Eason, Warren W.
July 1959
Foreign Affairs;Jul1959, Vol. 37 Issue 4, p598
Academic Journal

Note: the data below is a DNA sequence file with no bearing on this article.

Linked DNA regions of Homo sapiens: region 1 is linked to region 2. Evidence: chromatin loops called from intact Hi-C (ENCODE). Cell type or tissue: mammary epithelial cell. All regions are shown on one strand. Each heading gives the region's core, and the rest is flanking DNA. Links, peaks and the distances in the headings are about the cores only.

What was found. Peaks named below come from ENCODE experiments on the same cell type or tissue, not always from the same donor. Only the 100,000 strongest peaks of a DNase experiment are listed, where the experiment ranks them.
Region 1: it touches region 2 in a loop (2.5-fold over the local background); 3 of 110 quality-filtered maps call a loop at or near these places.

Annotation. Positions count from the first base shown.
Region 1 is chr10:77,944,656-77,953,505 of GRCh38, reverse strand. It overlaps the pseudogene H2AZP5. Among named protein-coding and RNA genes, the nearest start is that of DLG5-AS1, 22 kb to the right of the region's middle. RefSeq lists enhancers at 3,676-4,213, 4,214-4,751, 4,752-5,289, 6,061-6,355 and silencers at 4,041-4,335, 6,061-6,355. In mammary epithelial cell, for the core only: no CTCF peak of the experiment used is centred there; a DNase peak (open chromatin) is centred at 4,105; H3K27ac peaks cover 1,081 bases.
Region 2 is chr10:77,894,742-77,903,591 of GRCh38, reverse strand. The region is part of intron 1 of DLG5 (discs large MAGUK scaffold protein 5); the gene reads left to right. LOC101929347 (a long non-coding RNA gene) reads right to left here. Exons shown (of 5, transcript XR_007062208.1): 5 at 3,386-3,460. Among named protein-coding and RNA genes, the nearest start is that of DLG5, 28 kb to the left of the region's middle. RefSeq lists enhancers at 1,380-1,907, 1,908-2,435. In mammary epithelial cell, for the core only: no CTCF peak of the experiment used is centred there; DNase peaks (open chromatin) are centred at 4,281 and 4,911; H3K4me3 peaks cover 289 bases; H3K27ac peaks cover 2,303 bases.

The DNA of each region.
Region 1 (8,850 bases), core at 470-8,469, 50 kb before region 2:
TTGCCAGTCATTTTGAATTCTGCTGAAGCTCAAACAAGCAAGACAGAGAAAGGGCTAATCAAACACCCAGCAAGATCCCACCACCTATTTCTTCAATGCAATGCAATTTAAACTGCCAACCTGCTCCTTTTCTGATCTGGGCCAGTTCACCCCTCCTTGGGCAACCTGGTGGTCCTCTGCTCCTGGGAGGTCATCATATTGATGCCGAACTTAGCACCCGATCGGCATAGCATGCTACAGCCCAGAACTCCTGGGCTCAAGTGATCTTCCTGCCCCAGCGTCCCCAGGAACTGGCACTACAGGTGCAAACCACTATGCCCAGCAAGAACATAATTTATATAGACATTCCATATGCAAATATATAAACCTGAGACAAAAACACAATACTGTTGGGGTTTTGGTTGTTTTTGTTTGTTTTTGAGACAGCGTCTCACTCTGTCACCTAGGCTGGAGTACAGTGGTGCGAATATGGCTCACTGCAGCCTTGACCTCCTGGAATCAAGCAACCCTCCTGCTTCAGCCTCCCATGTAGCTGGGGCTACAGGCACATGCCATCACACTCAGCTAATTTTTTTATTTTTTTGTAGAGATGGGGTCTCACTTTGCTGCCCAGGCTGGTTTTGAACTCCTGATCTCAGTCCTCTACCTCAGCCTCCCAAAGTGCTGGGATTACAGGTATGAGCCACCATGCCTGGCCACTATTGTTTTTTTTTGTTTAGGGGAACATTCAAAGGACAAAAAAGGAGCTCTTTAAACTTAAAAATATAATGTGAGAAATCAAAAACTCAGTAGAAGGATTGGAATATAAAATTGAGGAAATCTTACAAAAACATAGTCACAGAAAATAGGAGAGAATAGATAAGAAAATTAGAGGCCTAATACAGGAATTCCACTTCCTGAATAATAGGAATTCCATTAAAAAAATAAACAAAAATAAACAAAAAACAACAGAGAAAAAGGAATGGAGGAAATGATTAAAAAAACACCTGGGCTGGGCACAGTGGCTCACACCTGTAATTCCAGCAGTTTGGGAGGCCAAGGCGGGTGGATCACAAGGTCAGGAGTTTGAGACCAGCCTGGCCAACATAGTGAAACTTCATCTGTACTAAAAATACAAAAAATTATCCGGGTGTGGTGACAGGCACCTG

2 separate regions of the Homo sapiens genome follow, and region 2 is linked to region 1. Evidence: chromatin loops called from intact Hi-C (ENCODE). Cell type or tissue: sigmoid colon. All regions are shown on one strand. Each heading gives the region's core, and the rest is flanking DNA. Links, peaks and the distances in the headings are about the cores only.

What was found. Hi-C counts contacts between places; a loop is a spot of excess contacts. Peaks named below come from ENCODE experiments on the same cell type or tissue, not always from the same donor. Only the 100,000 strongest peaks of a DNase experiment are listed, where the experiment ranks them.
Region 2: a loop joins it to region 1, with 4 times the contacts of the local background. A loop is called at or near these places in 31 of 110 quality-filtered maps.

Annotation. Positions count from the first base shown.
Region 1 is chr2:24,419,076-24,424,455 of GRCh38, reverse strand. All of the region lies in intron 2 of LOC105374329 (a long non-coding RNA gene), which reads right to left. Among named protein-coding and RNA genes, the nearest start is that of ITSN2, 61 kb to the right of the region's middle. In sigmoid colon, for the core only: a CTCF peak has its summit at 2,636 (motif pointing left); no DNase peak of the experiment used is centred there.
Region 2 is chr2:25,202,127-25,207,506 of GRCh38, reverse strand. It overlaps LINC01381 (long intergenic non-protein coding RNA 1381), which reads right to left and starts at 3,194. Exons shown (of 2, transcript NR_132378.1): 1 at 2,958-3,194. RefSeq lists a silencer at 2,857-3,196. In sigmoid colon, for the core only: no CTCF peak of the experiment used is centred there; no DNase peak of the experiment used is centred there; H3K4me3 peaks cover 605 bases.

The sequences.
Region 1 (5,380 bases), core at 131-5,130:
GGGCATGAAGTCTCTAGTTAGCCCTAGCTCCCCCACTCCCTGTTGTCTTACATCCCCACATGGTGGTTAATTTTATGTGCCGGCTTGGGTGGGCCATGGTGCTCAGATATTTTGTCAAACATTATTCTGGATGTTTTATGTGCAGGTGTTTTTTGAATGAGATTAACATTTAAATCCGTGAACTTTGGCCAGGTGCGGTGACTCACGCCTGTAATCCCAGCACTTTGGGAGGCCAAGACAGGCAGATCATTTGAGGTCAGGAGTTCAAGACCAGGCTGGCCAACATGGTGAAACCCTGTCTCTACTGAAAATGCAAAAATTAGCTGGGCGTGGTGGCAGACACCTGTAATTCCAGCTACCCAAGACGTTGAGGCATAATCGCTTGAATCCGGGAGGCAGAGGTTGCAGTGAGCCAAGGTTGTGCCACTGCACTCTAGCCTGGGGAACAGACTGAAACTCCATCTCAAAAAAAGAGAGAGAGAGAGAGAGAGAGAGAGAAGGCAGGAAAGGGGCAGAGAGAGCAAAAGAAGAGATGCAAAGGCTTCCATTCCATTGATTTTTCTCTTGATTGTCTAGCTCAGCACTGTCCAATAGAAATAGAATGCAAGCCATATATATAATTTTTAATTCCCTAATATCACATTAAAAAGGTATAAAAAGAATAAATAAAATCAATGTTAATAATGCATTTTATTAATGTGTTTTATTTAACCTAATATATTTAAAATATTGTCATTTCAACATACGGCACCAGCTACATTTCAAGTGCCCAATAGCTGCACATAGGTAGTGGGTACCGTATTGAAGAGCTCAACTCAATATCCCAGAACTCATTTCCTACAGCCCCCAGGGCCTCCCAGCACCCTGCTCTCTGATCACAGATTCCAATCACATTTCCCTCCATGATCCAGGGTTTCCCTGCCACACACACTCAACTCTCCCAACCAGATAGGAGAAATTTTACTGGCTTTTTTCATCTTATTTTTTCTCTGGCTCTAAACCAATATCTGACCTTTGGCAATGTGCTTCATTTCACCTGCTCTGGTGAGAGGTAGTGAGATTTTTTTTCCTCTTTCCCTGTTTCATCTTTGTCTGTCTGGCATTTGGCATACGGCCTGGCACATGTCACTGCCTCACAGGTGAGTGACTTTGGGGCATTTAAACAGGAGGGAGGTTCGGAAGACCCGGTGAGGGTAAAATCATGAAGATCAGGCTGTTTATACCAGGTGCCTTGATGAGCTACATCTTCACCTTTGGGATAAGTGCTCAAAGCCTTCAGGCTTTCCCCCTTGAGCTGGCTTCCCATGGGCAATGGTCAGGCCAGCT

This article discusses the population growth in the Soviet Union. For Western analysts of Soviet affairs who have at one time or another in the past 20 years suffered from the dearth of official statistical information on the Soviet population, the long-awaited relief has finally begun to appear. From the data so far released one fact stands out. Soviet loss of life in World War II was far greater than we had supposed. Indeed the deaths among the male population simply stagger the imagination. Before developing this point, let us glance at the data so far released and discuss briefly their validity. The 1959 census of population is the seventh planned since the beginning of the Soviet period, the sixth to be carried out in one form or other, and the fifth from which at least selected data have been published. The first All-Union Census of 1920 was conducted under abnormal conditions and the results were consequently incomplete and of generally poor quality. The statistical validity of the 1959 census is difficult to establish on the basis of the preliminary results, and a careful examination of this question must therefore be postponed.


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